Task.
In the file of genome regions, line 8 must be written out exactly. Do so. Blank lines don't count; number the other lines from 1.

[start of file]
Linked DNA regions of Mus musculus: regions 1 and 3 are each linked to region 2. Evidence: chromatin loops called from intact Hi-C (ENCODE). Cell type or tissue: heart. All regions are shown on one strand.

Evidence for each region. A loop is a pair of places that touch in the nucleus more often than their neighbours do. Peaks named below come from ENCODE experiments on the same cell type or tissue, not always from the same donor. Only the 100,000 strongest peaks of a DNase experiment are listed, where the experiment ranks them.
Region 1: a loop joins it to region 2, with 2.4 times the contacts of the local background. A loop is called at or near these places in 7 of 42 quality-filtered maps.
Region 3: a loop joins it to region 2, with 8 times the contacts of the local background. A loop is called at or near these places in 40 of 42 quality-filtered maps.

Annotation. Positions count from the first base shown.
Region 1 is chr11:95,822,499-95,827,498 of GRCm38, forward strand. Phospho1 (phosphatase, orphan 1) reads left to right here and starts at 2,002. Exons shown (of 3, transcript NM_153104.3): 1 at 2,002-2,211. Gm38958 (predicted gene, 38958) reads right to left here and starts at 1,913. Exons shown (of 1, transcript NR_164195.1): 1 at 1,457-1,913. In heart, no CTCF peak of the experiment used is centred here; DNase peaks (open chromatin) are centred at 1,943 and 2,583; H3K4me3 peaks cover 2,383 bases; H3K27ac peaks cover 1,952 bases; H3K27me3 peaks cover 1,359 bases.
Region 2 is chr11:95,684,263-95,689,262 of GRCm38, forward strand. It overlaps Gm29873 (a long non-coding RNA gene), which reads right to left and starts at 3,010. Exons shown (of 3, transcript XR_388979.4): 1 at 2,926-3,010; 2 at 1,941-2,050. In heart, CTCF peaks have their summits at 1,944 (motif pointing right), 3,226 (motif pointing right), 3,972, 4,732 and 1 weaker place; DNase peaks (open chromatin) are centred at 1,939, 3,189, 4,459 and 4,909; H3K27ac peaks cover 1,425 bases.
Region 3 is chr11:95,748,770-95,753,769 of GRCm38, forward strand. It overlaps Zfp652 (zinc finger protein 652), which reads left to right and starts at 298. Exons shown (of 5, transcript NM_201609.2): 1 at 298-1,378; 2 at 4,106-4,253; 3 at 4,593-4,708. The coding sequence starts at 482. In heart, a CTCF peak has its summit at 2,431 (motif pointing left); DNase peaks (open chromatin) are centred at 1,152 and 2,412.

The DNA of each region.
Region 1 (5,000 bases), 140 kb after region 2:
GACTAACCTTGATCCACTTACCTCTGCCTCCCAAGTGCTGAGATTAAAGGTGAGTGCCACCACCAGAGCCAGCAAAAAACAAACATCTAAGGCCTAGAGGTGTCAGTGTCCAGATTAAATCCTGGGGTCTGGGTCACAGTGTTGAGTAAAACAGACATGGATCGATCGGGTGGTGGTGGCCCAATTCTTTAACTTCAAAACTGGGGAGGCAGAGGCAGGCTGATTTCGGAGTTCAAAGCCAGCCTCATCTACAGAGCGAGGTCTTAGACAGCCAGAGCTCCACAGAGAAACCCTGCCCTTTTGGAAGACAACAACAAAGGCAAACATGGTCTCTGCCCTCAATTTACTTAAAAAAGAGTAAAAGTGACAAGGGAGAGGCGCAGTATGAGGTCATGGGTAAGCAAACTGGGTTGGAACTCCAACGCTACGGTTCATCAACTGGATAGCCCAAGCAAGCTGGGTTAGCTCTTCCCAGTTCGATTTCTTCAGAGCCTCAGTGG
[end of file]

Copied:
Region 3 is chr11:95,748,770-95,753,769 of GRCm38, forward strand. It overlaps Zfp652 (zinc finger protein 652), which reads left to right and starts at 298. Exons shown (of 5, transcript NM_201609.2): 1 at 298-1,378; 2 at 4,106-4,253; 3 at 4,593-4,708. The coding sequence starts at 482. In heart, a CTCF peak has its summit at 2,431 (motif pointing left); DNase peaks (open chromatin) are centred at 1,152 and 2,412.